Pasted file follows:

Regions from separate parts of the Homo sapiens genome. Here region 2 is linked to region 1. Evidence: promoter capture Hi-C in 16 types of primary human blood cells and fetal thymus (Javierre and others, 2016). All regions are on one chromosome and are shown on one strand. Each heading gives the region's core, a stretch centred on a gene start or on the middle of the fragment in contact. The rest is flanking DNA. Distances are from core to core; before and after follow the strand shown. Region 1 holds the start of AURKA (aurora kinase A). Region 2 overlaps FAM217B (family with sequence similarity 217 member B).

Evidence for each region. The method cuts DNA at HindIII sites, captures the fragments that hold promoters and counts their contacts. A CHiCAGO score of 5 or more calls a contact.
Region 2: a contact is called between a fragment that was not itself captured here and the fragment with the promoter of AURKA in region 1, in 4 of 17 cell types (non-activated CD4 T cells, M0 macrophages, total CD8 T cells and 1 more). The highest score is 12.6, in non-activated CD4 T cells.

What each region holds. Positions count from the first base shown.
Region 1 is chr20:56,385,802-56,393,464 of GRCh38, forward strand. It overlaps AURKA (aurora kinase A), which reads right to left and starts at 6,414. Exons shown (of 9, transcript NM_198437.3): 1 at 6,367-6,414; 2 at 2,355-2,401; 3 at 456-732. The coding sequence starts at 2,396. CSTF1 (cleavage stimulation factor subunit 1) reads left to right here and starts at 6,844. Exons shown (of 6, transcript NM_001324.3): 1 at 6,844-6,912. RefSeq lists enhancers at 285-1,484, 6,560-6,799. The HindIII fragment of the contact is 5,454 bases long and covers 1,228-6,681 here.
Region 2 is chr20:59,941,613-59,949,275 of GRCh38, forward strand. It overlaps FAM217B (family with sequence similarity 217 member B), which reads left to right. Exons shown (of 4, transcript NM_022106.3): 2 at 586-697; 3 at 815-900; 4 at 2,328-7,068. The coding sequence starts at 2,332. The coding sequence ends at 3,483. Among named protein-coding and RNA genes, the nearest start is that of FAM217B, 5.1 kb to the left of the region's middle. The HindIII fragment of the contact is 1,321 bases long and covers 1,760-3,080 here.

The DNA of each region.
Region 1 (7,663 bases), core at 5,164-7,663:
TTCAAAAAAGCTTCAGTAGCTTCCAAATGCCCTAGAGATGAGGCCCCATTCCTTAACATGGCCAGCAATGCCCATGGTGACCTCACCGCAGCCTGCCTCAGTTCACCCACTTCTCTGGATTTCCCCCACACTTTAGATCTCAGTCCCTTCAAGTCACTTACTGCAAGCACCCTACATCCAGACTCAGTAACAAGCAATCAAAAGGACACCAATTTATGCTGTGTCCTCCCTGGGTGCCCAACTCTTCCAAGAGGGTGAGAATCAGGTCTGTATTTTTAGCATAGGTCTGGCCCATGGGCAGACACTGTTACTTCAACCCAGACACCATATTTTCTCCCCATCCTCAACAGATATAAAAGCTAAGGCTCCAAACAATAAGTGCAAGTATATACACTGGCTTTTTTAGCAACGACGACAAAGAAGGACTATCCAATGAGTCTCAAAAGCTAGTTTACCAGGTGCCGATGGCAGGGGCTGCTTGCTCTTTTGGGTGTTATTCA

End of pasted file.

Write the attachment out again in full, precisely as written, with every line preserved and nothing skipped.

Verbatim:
Regions from separate parts of the Homo sapiens genome. Here region 2 is linked to region 1. Evidence: promoter capture Hi-C in 16 types of primary human blood cells and fetal thymus (Javierre and others, 2016). All regions are on one chromosome and are shown on one strand. Each heading gives the region's core, a stretch centred on a gene start or on the middle of the fragment in contact. The rest is flanking DNA. Distances are from core to core; before and after follow the strand shown. Region 1 holds the start of AURKA (aurora kinase A). Region 2 overlaps FAM217B (family with sequence similarity 217 member B).

Evidence for each region. The method cuts DNA at HindIII sites, captures the fragments that hold promoters and counts their contacts. A CHiCAGO score of 5 or more calls a contact.
Region 2: a contact is called between a fragment that was not itself captured here and the fragment with the promoter of AURKA in region 1, in 4 of 17 cell types (non-activated CD4 T cells, M0 macrophages, total CD8 T cells and 1 more). The highest score is 12.6, in non-activated CD4 T cells.

What each region holds. Positions count from the first base shown.
Region 1 is chr20:56,385,802-56,393,464 of GRCh38, forward strand. It overlaps AURKA (aurora kinase A), which reads right to left and starts at 6,414. Exons shown (of 9, transcript NM_198437.3): 1 at 6,367-6,414; 2 at 2,355-2,401; 3 at 456-732. The coding sequence starts at 2,396. CSTF1 (cleavage stimulation factor subunit 1) reads left to right here and starts at 6,844. Exons shown (of 6, transcript NM_001324.3): 1 at 6,844-6,912. RefSeq lists enhancers at 285-1,484, 6,560-6,799. The HindIII fragment of the contact is 5,454 bases long and covers 1,228-6,681 here.
Region 2 is chr20:59,941,613-59,949,275 of GRCh38, forward strand. It overlaps FAM217B (family with sequence similarity 217 member B), which reads left to right. Exons shown (of 4, transcript NM_022106.3): 2 at 586-697; 3 at 815-900; 4 at 2,328-7,068. The coding sequence starts at 2,332. The coding sequence ends at 3,483. Among named protein-coding and RNA genes, the nearest start is that of FAM217B, 5.1 kb to the left of the region's middle. The HindIII fragment of the contact is 1,321 bases long and covers 1,760-3,080 here.

The DNA of each region.
Region 1 (7,663 bases), core at 5,164-7,663:
TTCAAAAAAGCTTCAGTAGCTTCCAAATGCCCTAGAGATGAGGCCCCATTCCTTAACATGGCCAGCAATGCCCATGGTGACCTCACCGCAGCCTGCCTCAGTTCACCCACTTCTCTGGATTTCCCCCACACTTTAGATCTCAGTCCCTTCAAGTCACTTACTGCAAGCACCCTACATCCAGACTCAGTAACAAGCAATCAAAAGGACACCAATTTATGCTGTGTCCTCCCTGGGTGCCCAACTCTTCCAAGAGGGTGAGAATCAGGTCTGTATTTTTAGCATAGGTCTGGCCCATGGGCAGACACTGTTACTTCAACCCAGACACCATATTTTCTCCCCATCCTCAACAGATATAAAAGCTAAGGCTCCAAACAATAAGTGCAAGTATATACACTGGCTTTTTTAGCAACGACGACAAAGAAGGACTATCCAATGAGTCTCAAAAGCTAGTTTACCAGGTGCCGATGGCAGGGGCTGCTTGCTCTTTTGGGTGTTATTCA